Agustin Huart posthumously receives SDGG award
Trade unionist and one of Gibraltar’s first City Councillors Agustin Huart was awarded the SDGG Award yesterday.
The posthumous award was collected by his great grandson Damian Conroy at a reception held in the Unite the Union headquarters in Town Range.
On receiving the award, Mr Conroy thanked the SDGG for making this posthumous award to his great grandfather, who he said “clearly deserves to be placed at the forefront of our recent history as a people”.
He said: “What has been unearthed is not only the role that Agustin Huart played but that of a group of Gibraltarians who gave much to our community during the interwar period and who planted the seeds of democracy of the model that we are now able to enjoy the fruits of.”
The award recognises people or organisations “who have contributed significantly to the emancipation and the political development of the Gibraltarians or to the democratisation of Gibraltar”.
The SDGG’s William Serfaty said it was Mr Huart’s work and what he achieved working with unions for 43 years “which started Gibraltar on the road to enfranchisement”.
In 1919, he travelled to London with a group of working men to demand the enfranchisement of Gibraltarians from the British Government.
However, Gibraltar as a “fortress was considered a special case, where self-government should never be allowed”.
As a result of public pressure led by unions and Mr Huart, the governor at the time dissolved the Sanitary Commission and formed the City Council in 1921.
There were four elected seats open to Gibraltarians, and Mr Huart was voted in as a City Councillor where he remained until the Second World War.
“This started Gibraltar on the road to our current self-government,” Mr Serfaty said.
“Greater representation, and involvement in legislation, would be agreed to if and when we showed we were capable of shouldering that responsibility.”
Mr Huart received recognition and was awarded an OBE and a Gold Medal of the Transport and General Workers’ Union in 1963, but Mr Serfaty said some of his descendants are “still aggrieved at an insufficient recognition”.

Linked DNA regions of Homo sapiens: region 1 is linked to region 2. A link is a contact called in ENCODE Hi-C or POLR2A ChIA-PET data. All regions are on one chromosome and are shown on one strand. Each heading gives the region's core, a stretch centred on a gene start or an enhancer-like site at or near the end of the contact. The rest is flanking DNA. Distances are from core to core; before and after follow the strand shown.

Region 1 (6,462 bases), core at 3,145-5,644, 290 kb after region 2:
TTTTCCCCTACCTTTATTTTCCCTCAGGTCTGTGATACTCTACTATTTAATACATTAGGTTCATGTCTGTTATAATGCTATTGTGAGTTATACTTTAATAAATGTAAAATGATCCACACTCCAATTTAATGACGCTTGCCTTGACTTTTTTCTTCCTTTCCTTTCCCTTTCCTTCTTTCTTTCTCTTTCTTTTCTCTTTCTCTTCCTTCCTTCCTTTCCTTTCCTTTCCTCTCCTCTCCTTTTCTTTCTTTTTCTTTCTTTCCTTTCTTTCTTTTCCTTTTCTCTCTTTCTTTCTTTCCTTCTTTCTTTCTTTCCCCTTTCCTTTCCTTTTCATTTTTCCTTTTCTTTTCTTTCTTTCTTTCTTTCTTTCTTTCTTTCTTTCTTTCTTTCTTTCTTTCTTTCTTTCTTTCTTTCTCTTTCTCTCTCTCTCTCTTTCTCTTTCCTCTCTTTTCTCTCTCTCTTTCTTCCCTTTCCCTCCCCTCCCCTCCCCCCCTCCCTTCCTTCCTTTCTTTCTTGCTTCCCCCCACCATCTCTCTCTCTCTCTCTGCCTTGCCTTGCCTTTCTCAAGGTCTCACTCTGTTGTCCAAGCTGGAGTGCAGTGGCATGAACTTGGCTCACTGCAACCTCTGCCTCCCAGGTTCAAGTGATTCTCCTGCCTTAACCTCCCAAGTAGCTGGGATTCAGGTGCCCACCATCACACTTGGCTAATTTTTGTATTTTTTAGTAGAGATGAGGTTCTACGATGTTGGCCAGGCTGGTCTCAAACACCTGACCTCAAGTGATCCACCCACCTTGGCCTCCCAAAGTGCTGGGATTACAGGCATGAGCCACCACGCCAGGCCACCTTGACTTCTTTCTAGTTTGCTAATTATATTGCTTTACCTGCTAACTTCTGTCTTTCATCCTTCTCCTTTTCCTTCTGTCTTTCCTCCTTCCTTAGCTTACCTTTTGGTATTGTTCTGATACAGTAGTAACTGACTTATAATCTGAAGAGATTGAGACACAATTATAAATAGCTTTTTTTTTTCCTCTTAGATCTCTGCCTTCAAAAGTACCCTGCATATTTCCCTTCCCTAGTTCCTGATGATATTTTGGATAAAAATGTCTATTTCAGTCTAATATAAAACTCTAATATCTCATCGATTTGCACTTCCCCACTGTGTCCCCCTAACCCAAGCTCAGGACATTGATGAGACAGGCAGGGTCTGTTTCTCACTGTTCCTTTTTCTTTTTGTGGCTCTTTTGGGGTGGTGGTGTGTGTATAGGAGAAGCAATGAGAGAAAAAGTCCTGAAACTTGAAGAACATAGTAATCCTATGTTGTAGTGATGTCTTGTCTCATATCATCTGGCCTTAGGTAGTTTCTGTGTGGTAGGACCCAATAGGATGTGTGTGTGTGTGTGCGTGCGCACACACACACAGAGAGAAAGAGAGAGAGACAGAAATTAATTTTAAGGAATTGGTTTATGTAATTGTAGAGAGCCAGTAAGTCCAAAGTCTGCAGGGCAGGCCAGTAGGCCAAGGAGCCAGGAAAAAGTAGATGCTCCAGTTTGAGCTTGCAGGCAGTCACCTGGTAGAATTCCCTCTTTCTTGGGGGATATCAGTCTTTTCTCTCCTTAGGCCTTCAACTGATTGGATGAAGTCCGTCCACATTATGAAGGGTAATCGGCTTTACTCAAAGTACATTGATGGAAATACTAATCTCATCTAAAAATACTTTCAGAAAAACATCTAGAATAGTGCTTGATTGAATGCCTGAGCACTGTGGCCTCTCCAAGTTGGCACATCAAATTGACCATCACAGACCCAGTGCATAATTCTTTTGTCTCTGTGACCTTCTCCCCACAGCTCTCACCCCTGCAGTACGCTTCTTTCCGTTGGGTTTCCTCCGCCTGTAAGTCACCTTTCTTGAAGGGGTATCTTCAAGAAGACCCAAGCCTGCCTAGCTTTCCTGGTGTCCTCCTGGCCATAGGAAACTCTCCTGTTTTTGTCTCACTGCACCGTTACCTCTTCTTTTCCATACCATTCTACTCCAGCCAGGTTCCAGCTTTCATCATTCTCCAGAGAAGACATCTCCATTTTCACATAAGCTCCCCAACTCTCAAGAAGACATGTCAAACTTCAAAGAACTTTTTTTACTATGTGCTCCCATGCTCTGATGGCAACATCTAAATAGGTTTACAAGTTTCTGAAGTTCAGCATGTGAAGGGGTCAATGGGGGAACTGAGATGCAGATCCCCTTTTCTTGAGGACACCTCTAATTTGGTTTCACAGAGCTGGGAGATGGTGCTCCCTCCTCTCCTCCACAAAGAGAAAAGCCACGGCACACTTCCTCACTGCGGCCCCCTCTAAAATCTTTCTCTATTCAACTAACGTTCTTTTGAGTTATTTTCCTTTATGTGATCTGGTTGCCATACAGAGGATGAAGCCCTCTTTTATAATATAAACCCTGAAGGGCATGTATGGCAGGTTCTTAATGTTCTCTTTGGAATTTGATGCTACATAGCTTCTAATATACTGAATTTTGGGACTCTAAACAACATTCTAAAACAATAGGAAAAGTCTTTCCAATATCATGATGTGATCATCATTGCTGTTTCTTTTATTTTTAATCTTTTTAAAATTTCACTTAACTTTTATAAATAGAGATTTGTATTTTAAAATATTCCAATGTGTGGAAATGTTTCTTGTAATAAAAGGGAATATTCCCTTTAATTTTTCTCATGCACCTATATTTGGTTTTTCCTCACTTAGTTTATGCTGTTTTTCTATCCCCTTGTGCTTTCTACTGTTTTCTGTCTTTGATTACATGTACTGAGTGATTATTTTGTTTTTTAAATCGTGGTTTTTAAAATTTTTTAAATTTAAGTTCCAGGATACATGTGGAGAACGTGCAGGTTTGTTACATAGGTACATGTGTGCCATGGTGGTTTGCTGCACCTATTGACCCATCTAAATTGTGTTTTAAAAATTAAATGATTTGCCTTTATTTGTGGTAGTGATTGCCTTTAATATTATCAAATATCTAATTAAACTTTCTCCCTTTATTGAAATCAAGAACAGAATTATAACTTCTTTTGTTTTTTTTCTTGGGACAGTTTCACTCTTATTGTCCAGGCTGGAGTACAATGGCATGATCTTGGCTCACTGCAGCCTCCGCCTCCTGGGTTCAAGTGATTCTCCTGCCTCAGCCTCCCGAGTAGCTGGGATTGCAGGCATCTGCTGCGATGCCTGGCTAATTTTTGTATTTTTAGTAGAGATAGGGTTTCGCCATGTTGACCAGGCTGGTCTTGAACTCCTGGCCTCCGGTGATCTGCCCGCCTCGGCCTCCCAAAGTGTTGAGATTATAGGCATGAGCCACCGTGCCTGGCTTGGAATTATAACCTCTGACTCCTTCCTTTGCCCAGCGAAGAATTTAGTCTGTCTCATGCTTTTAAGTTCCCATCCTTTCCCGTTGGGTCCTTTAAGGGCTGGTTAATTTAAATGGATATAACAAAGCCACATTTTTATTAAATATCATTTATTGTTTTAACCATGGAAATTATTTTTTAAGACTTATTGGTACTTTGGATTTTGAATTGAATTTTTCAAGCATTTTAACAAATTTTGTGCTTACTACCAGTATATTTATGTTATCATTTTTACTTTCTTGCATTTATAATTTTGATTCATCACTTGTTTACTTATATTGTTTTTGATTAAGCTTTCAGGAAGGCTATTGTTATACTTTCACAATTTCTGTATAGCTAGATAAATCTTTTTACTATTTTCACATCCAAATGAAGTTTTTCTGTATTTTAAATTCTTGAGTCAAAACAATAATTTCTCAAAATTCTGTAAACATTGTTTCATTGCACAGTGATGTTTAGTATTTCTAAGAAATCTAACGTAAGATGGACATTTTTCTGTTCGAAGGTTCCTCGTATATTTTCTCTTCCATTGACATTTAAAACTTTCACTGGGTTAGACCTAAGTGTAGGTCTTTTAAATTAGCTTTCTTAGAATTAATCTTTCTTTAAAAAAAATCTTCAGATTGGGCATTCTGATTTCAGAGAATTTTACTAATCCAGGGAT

“Agustin Huart’s and some Trade Unions’ part in achieving the vote for us have indeed been forgotten and overwritten,” Mr Serfaty added.
“Enfranchisement in the current narrative has been presented to appear to start in 1945 with the repatriation, whereas the truth is that Gibraltar started on that path more than 30 years earlier in campaigns by Huart and his trade unionists.”
Victor Ochello, Unite’s Regional Officer, also received an award on behalf of the union.
Mr Ochello said: “Unite today, we are who we are today because of all the achievements Agustin Huart did then.”
He called for Bishop Fitzgerald School to be renamed by the government, after Bishop Fitzgerald was known to say that General Franco was a “godsend” during mass.
Mr Ochello told the Chronicle: “As a union, we feel very strong about the current political climate where we have an ultra-Right party Vox rising in popularity.”
“We have to avoid a repetition of history and the rise of fascism again, which goes against our first Gibraltarian leader.”
“Bishop Fitzgerald, the Church, the military and many members of our community were supportive of Franco’s regime.”
“We have been ignorant of our own history and we need to correct things even if it is 100 years later.”
“We need to follow in Agustin Huart’s footsteps.”
Pic by Johnny Bugeja